The elections of Sunday May 20 in Venezuela were unrecognized by much of the American continent because they were considered illegitimate
Among the steps that a country must follow to be considered a State within the international community is subjecting to democracy and international cooperation that guarantees the friendship and support of the entire community. Venezuela lives a critical moment in its history, without democratic guarantees and with numerous denunciations the country experienced elections considered apocryphal by a high percentage of countries. Although Nicolás Maduro was officially re-elected as president of Venezuela, the international community is unaware of the legitimacy of the elections, which is why the question arises: what makes elections valid at an international level?
The question is not simple, because each country has a different political system, where the institutions that form it have different weights and counterweights. However, what is described on the international agenda as "democratic guarantees" can be summarized in some main points:
- Transparency: For there to be transparency in elections, election observers are used, both national and foreign, who will supervise that the votes are conducted in accordance with the law of the country, are duly accredited before the electoral authority and have specific functions. The role of the observers is not limited to the day of the election, but also to the previous days. In the case of the recent Venezuelan elections, there have been no observers from the European Union, UN, OAS, Celac, or Unasur.
- Impartial Arbitrator: Electoral authorities must have independence, but this is not always true; according to the law of each country, it may have less or greater control of the government in turn. In the Venezuelan case, the electoral authority is under the control of the government of Nicolás Maduro, which is reflected in the registered parties, the candidates, the exaggerated appearance of Maduro on the ballot, and other aspects.
- Legislative power: In most Latin American countries, the legislative power, with different modalities, is made to serve as a counterweight to the president. Its formation must be democratic, through free elections. While in some countries the majority of the congress belongs to a party other than the president, in Venezuela they are loyal to it, so passing laws is a simple process, that is, the opposition has been erased.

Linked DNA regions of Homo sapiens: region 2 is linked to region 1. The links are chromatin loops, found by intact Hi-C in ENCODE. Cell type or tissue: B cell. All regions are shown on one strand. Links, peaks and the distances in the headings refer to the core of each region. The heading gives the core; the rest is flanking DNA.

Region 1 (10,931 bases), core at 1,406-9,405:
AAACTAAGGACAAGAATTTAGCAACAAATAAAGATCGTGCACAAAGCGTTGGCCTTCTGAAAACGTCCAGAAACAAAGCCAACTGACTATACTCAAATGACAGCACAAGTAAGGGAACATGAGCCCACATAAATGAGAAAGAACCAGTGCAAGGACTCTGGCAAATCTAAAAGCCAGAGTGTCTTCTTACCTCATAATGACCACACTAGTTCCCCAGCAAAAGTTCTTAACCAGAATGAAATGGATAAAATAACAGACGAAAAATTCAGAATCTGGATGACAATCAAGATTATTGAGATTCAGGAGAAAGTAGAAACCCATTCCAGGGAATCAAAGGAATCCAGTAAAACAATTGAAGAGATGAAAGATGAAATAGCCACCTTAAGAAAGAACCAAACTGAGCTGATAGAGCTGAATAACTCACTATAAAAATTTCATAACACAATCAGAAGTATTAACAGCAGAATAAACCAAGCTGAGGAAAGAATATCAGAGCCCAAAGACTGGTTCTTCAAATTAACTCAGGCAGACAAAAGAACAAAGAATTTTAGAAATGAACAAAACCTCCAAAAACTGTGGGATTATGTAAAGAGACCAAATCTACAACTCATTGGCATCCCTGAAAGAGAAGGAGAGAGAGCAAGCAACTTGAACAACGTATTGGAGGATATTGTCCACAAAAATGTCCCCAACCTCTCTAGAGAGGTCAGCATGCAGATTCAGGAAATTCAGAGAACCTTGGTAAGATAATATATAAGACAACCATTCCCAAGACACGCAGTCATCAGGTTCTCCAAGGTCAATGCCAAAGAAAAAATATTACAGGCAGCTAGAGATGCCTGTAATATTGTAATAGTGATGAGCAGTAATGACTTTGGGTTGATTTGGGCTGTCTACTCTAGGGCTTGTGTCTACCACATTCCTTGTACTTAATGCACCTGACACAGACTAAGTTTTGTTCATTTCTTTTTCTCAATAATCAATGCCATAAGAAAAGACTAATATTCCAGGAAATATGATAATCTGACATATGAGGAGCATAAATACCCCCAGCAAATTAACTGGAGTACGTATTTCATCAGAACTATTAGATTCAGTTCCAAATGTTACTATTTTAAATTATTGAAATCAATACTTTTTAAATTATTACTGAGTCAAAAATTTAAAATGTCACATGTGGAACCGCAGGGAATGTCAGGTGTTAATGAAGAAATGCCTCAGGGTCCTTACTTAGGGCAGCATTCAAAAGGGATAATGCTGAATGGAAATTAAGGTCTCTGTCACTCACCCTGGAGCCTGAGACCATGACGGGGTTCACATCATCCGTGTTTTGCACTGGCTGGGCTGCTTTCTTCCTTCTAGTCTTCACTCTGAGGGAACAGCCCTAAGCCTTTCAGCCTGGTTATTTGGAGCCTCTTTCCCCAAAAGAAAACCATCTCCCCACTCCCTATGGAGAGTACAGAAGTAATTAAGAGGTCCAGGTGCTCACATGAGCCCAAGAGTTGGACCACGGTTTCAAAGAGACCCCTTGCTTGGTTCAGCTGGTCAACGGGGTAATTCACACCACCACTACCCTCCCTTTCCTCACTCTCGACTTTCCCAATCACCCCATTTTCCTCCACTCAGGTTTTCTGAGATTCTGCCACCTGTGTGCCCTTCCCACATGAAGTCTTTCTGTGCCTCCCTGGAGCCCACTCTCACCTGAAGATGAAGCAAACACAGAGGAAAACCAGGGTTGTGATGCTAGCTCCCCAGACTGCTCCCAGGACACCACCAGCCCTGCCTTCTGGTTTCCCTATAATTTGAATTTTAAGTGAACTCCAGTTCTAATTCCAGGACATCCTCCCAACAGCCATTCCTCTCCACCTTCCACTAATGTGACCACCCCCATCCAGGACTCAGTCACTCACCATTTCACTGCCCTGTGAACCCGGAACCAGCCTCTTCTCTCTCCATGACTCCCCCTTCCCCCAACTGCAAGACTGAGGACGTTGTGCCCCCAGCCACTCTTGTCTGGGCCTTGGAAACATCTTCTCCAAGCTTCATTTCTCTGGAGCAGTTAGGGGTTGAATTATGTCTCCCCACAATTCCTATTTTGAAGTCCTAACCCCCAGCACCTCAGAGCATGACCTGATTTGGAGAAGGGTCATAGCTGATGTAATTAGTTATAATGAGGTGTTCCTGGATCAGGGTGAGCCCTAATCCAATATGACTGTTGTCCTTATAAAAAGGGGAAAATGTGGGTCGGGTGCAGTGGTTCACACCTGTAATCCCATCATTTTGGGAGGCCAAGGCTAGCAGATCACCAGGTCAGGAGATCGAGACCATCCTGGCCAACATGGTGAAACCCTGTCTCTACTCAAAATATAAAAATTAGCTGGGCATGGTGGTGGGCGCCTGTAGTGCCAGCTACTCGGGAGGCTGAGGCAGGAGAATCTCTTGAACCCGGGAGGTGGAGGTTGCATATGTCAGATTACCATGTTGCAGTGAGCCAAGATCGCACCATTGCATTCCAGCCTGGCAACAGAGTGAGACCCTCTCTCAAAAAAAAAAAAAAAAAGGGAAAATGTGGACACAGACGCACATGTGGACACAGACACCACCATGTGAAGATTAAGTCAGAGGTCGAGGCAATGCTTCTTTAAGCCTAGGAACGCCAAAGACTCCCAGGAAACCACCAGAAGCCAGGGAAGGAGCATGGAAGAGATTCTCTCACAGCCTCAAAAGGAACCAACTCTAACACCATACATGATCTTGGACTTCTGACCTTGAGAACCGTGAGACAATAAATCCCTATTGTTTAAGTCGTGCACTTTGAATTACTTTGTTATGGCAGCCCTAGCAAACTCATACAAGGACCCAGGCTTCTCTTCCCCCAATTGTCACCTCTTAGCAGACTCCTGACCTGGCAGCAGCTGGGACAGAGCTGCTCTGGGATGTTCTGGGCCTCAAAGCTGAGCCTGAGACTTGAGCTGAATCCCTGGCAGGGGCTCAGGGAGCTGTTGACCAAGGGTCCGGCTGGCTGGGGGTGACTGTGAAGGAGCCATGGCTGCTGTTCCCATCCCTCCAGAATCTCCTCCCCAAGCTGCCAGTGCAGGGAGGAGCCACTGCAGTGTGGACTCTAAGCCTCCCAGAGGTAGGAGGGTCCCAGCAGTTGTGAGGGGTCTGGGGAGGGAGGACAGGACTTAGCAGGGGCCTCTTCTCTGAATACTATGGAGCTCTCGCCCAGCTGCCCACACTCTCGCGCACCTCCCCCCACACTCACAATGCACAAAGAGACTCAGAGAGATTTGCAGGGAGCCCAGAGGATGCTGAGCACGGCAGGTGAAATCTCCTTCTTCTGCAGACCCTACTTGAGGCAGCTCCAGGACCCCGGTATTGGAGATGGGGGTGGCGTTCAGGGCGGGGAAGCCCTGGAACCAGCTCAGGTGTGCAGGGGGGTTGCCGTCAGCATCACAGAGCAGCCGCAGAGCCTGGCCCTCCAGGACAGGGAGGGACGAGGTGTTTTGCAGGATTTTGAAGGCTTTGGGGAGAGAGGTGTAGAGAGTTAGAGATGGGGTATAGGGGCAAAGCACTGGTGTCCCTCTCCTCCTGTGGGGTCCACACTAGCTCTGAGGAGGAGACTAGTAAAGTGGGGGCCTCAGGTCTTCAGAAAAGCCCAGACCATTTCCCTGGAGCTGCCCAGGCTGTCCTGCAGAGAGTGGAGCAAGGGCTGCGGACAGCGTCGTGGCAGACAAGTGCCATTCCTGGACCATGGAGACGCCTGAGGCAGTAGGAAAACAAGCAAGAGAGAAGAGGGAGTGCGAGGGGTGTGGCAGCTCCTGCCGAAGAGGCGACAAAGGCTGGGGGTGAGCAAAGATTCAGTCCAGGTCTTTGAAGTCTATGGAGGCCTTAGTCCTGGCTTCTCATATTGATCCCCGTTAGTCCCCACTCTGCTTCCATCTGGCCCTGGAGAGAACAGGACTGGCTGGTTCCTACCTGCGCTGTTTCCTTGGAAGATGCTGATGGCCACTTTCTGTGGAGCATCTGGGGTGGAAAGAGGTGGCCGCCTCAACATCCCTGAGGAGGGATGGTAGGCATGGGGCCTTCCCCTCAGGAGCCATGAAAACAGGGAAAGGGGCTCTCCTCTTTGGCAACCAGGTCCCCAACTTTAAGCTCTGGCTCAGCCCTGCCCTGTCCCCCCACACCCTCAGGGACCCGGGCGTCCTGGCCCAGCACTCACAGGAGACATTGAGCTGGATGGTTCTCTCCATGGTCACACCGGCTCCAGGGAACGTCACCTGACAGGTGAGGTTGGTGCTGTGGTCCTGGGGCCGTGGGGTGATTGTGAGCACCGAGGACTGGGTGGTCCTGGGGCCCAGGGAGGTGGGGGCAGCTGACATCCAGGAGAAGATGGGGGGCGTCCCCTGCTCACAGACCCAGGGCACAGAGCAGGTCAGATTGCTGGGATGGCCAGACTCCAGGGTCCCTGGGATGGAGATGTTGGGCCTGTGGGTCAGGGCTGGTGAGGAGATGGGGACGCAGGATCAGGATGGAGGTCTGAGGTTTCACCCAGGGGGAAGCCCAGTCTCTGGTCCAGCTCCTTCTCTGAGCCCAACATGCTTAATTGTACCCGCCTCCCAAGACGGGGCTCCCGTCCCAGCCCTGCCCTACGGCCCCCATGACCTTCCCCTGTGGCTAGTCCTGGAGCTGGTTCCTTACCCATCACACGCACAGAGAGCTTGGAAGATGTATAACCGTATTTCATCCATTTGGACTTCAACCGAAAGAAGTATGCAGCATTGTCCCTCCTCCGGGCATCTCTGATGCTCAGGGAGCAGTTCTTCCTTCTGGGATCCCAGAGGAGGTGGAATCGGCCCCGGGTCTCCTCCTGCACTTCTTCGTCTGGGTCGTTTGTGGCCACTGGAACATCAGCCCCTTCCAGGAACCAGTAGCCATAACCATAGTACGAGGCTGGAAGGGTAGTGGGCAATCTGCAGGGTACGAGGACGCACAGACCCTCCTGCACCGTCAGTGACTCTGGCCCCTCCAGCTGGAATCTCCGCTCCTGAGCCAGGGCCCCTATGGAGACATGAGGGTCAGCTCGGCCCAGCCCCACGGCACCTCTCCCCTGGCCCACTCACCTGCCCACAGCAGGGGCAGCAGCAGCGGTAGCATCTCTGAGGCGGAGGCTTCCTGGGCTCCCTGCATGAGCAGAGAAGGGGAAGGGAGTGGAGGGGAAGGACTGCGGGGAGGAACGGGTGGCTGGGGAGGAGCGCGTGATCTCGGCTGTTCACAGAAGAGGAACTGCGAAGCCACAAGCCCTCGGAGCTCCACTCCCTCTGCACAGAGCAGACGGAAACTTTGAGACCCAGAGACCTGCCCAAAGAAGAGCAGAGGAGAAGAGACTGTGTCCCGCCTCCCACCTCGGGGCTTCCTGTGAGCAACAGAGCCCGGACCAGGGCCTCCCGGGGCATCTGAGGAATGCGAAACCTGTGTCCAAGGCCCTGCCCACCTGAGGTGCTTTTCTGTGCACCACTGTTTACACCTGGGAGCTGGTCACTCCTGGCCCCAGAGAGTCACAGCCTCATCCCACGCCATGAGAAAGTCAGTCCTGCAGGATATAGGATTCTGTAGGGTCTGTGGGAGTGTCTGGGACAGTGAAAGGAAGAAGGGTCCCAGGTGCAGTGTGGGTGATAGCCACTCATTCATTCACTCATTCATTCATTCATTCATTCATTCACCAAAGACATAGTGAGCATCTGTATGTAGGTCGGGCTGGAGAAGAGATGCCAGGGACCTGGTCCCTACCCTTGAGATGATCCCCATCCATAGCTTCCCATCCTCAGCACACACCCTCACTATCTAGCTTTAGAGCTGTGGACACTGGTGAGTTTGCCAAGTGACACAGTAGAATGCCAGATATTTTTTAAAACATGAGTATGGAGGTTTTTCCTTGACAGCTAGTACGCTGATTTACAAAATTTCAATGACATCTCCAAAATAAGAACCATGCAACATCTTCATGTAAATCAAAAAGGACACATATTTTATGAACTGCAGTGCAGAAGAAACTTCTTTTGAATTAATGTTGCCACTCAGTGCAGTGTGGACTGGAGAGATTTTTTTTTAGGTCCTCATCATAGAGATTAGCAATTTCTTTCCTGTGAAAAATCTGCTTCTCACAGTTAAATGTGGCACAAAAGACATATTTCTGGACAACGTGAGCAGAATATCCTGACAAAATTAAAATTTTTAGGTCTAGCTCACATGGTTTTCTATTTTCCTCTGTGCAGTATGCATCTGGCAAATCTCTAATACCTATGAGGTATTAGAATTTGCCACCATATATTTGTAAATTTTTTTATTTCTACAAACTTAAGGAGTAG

- Avoid the purchase of votes: In Latin American democracies this problem is common; for instance, in the past Mexican elections of 2012 a scandal was unleashed by the purchase of votes through bank cards or social support that marred the electoral process. The Maduro government exchanges votes for support for food, in the midst of the country's food crisis, the government abuses the most needy.
- Citizen participation: It is important that civil society be part of the elections at all levels, both in the electoral bodies, as well as within the parties, in polling stations and as electoral observers. But above all, the most important participation of citizens is in the emission of the vote. In the election on Sunday, 46% of the electoral roll voted, the same level as that of the elections in Chile in 2017, one of the most stable democracies in the region. In Costa Rica, 67% of the voters voted, while Mexico is expected to vote between 65 and 70% of citizens of voting age.
- Opposition: For a true democracy to exist, options are required, if the government in turn persecutes or blocks non-pro-government candidates then there is no opposition. In Venezuela, the opposition has been persecuted and has been denounced internationally. The opposition allows alternation by opening other possibilities to citizens.
No Latin American democracy fully complies with democratic guarantees; therefore they are considered developing democracies. Some like Costa Rica or Chile have obtained good results in the last decade, while others like those of Venezuela, Cuba, Bolivia, and at some point Argentina and Brazil have been left in debt to their citizens. This year there are still elections in Brazil, Mexico, Colombia, and Peru that will test their strength and development as democracies.
Latin American Post | Luis Angel Hernández Liborio
Translated from "¿Qué hace que unas elecciones sean válidas a nivel internacional? Analizamos el caso de Venezuela"